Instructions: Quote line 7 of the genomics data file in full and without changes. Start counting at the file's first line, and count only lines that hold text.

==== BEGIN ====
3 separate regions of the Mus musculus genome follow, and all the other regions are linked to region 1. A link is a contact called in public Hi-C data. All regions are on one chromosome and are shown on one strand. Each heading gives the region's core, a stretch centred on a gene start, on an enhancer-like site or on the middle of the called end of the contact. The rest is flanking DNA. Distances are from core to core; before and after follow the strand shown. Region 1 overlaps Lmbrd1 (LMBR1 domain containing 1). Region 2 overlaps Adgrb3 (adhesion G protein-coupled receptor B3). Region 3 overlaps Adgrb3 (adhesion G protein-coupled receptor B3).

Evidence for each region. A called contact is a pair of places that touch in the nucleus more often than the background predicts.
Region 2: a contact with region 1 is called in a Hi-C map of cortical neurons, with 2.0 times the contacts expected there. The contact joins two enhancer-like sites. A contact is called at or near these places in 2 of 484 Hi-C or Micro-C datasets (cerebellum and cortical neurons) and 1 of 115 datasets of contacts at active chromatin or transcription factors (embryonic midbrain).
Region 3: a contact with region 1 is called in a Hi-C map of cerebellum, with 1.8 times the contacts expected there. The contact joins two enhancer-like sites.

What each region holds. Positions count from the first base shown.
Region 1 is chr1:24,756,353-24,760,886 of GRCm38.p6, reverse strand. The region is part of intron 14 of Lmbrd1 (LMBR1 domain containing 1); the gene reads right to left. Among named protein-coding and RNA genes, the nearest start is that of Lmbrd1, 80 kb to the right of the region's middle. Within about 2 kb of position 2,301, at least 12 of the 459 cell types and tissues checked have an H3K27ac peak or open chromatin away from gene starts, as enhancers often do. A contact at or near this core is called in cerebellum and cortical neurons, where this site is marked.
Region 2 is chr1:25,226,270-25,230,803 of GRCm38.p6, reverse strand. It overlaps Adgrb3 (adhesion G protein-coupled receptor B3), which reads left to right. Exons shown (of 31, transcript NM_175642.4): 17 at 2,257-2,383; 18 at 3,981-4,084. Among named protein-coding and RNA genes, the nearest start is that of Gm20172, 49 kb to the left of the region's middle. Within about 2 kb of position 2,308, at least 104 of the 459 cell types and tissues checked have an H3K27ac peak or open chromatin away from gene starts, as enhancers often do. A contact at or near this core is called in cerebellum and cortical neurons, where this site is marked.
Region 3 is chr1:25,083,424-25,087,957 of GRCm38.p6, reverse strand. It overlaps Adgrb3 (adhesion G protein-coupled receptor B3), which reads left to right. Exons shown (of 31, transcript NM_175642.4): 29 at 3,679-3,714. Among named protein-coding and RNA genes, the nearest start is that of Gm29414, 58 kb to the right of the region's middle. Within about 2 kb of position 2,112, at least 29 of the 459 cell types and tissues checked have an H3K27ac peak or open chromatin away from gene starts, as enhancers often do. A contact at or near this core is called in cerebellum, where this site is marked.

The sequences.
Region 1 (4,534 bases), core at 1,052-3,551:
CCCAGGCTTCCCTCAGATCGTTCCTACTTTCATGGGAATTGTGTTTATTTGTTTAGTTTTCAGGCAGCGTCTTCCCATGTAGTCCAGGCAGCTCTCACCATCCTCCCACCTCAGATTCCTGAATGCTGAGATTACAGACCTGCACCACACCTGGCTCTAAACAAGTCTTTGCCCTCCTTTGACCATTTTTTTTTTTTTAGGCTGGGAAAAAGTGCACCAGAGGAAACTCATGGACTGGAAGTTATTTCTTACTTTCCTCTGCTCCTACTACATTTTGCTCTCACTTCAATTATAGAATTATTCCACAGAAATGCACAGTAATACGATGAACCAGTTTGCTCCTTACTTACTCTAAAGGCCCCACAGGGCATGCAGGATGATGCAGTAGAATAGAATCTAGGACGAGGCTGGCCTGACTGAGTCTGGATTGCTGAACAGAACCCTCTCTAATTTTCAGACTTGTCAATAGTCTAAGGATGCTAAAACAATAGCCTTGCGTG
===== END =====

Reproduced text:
Region 2 is chr1:25,226,270-25,230,803 of GRCm38.p6, reverse strand. It overlaps Adgrb3 (adhesion G protein-coupled receptor B3), which reads left to right. Exons shown (of 31, transcript NM_175642.4): 17 at 2,257-2,383; 18 at 3,981-4,084. Among named protein-coding and RNA genes, the nearest start is that of Gm20172, 49 kb to the left of the region's middle. Within about 2 kb of position 2,308, at least 104 of the 459 cell types and tissues checked have an H3K27ac peak or open chromatin away from gene starts, as enhancers often do. A contact at or near this core is called in cerebellum and cortical neurons, where this site is marked.